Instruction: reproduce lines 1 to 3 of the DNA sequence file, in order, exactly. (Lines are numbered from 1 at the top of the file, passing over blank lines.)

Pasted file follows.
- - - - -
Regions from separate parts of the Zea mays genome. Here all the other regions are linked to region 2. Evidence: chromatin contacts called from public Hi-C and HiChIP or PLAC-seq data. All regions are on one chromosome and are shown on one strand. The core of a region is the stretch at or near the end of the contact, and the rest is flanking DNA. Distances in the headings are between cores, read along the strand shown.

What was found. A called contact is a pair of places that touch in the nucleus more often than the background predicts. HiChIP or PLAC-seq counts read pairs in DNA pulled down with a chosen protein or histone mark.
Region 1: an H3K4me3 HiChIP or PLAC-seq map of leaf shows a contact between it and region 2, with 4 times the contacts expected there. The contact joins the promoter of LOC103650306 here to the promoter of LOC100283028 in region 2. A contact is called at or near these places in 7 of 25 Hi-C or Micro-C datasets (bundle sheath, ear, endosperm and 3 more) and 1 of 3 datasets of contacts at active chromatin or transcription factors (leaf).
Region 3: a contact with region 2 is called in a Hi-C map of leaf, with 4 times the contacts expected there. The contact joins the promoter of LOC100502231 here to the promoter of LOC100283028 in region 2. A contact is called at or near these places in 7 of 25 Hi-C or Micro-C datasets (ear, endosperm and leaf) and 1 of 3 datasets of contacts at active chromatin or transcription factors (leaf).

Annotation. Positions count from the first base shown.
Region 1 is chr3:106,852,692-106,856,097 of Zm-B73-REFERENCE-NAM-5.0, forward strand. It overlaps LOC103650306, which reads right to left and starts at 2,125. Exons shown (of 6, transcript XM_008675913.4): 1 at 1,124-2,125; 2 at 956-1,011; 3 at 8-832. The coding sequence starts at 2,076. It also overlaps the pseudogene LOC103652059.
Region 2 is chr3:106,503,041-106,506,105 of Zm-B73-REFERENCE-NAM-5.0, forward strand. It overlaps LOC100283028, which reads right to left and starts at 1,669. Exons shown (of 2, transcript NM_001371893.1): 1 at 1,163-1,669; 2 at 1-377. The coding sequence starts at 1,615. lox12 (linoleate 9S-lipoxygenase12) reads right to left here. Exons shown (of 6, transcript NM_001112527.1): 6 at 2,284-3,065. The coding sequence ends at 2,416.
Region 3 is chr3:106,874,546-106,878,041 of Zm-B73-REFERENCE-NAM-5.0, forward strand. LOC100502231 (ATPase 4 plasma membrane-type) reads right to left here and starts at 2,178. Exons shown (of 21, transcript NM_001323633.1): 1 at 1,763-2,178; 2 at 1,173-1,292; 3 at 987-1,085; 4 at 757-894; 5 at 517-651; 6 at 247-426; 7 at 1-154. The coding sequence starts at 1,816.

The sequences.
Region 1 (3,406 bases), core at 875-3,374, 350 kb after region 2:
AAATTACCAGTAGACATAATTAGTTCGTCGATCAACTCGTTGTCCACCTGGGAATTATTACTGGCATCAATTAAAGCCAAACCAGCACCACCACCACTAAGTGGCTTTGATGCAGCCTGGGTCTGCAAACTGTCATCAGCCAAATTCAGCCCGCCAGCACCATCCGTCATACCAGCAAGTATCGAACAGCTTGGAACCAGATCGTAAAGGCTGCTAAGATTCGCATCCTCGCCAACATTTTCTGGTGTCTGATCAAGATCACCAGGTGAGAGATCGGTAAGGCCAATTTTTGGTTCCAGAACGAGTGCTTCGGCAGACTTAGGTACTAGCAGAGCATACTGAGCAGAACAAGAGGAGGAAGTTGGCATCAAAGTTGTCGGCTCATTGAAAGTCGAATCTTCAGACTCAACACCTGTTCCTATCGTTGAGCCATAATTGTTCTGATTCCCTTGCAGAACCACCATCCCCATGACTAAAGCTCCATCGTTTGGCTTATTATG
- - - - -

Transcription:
Regions from separate parts of the Zea mays genome. Here all the other regions are linked to region 2. Evidence: chromatin contacts called from public Hi-C and HiChIP or PLAC-seq data. All regions are on one chromosome and are shown on one strand. The core of a region is the stretch at or near the end of the contact, and the rest is flanking DNA. Distances in the headings are between cores, read along the strand shown.

What was found. A called contact is a pair of places that touch in the nucleus more often than the background predicts. HiChIP or PLAC-seq counts read pairs in DNA pulled down with a chosen protein or histone mark.
Region 1: an H3K4me3 HiChIP or PLAC-seq map of leaf shows a contact between it and region 2, with 4 times the contacts expected there. The contact joins the promoter of LOC103650306 here to the promoter of LOC100283028 in region 2. A contact is called at or near these places in 7 of 25 Hi-C or Micro-C datasets (bundle sheath, ear, endosperm and 3 more) and 1 of 3 datasets of contacts at active chromatin or transcription factors (leaf).